This is an off-topic post, only tangentially related to cycling.
Just a few random data points.
Last winter, I decided to count the number of days I was not able to ride my bike to work due to snow or ice. There were 6 days. There were also many days where I was riding on snow, just 6 days where I felt like the streets were too slick for me.
Since the temperature hit 80 degrees last week, I think we can say that winter is pretty much over. This winter, there were zero days when I did not ride my bike to work due to weather. Also, I’m not sure there were any days when I was riding my bike on snow. In fact, I think there was only one legitimate snow storm this winter.
I didn’t count the number of days, but I know that that last winter I often went to work dressed like this:
This year, I think I wore that full get-up maybe 3 times.
Last year, my posts were full of complaints about snow and ice on the bike paths, and the indignity of walking in a city where many people neglect to shovel their sidewalks:
I use my 1968 Raleigh as my “snow bike” and sometimes I just ride it for fun. For the winter of 2010-2011, I put about 130 miles on the Raleigh. For the winter of 2011-2012, I put 20 miles on the Raleigh.
The kids in my neighborhood got their sleds out once.
The city saved a ton of money on snow clearance this year – that should stave off civic bankruptcy a few more weeks.
So that’s just a few data points from my life. How about a broader picture?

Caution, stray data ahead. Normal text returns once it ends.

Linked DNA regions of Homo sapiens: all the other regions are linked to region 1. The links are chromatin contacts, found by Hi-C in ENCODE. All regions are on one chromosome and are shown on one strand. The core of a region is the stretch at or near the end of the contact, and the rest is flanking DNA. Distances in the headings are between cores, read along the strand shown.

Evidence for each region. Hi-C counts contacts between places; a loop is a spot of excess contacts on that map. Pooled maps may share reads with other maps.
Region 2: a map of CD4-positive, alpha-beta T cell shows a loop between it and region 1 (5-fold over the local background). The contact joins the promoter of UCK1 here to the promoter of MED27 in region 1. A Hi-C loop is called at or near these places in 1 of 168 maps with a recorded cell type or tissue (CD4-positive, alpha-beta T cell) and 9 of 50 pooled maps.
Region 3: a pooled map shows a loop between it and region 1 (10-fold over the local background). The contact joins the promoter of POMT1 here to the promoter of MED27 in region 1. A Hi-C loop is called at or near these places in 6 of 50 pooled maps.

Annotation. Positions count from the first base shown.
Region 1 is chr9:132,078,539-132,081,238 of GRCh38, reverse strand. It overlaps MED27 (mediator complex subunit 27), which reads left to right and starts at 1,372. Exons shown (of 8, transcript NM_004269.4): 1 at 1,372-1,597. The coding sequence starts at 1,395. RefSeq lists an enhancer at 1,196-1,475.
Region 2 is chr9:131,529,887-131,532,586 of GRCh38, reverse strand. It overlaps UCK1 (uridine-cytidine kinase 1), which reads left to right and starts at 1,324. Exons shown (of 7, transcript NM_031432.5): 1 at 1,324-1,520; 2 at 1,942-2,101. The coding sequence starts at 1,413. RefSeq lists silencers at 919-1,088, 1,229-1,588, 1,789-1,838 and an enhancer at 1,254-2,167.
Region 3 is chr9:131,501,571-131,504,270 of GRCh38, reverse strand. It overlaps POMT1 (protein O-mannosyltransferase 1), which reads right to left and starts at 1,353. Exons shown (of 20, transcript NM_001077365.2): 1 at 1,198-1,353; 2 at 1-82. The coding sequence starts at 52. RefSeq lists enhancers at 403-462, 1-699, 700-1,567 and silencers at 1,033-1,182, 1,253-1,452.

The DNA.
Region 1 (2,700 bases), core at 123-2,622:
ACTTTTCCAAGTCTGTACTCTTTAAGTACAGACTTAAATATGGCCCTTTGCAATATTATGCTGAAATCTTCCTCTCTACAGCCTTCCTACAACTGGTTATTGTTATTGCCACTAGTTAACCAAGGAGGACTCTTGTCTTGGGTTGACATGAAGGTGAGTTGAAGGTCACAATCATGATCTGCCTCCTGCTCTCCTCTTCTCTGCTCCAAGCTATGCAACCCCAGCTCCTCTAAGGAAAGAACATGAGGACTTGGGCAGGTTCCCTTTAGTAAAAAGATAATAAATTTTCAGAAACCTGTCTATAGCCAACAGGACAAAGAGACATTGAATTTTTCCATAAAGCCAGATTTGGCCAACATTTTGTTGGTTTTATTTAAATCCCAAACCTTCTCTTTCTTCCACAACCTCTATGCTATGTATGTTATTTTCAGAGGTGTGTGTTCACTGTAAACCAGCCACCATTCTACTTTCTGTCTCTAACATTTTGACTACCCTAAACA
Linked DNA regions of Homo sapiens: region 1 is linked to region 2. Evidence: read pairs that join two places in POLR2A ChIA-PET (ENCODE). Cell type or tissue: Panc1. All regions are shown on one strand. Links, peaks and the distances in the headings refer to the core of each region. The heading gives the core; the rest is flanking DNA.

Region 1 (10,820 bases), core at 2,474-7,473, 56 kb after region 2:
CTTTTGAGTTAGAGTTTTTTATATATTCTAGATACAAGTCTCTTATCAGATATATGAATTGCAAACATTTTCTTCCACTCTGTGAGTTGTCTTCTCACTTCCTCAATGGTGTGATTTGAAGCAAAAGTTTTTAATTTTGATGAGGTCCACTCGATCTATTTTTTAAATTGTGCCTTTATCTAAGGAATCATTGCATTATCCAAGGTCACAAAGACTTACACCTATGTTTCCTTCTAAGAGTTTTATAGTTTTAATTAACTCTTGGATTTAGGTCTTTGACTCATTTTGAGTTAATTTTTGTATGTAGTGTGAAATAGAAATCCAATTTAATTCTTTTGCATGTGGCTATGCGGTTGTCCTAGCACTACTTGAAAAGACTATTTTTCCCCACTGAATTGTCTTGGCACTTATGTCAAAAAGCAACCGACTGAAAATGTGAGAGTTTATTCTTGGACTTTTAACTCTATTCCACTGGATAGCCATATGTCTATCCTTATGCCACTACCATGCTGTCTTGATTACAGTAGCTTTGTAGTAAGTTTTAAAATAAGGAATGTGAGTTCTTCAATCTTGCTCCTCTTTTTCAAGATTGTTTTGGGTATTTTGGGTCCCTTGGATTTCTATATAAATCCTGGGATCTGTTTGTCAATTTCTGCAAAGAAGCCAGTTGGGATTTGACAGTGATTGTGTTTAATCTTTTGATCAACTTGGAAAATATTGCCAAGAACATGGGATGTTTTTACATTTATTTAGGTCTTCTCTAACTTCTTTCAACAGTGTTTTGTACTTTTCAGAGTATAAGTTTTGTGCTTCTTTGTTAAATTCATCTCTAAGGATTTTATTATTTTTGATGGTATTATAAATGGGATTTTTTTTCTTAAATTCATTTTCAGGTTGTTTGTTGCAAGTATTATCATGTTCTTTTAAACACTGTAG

A spring heat wave like no other in U.S. and Canadian history peaked in intensity yesterday [March 21, 2012], during its tenth day. Since record keeping began in the late 1800s, there have never been so many temperature records broken for spring warmth in a one-week period–and the margins by which some of the records were broken yesterday were truly astonishing. Wunderground’s weather historian, Christopher C. Burt, commented to me yesterday, “it’s almost like science fiction at this point.” A few of the more remarkable records from yesterday:
Pellston, MI: record high broken by 32°F
Low temperatures beat the previous record high for the date at two stations
Canadian cities break all-time April record for warmth in March
- Jeff Masters, Co-Founder of Wunderground, blog post for March 22, 2012.
“Almost science fiction at this point.” That inspired me to write a scene for a science fiction movie:
Interior: auditorium. Presidential debate.
Moderator: In the last few years, we’ve seen record snowfalls, record destruction by tornadoes (including an outbreak of tornadoes in January), a spate of what used to be called “100 year” floods, and rising temperatures all over the globe. Most recently, New England saw weeks of temperatures above 50 degrees in January, and a heatwave that meteorologists are calling “Summer in March.” Insurance companies have begun to raise rates in anticipation that there will be more catastrophes caused by new weather patterns. In the face of the scientific consensus that human-caused climate change is happening right now, and the anecdotal evidence of extremely unusual weather patterns, what would your administration do to address climate change? Download: fades%20as%20camera%20pulls%20back
Republican Candidate: Let me get this straight – you’re complaining about 50 degree weather in January in New England?
Audience: [laughter and applause]
Republican Candidate: I don’t think we can 100 % for certain blame a weather event on so-called climate change and I’m not willing to sacrifice American jobs on the basis of flimsy evidence from self-serving elites. There are too many Americans out of work for us to put even more out of work with job-killing regulations.
Weather is not climate.
Still, there’s some freaky stuff going on.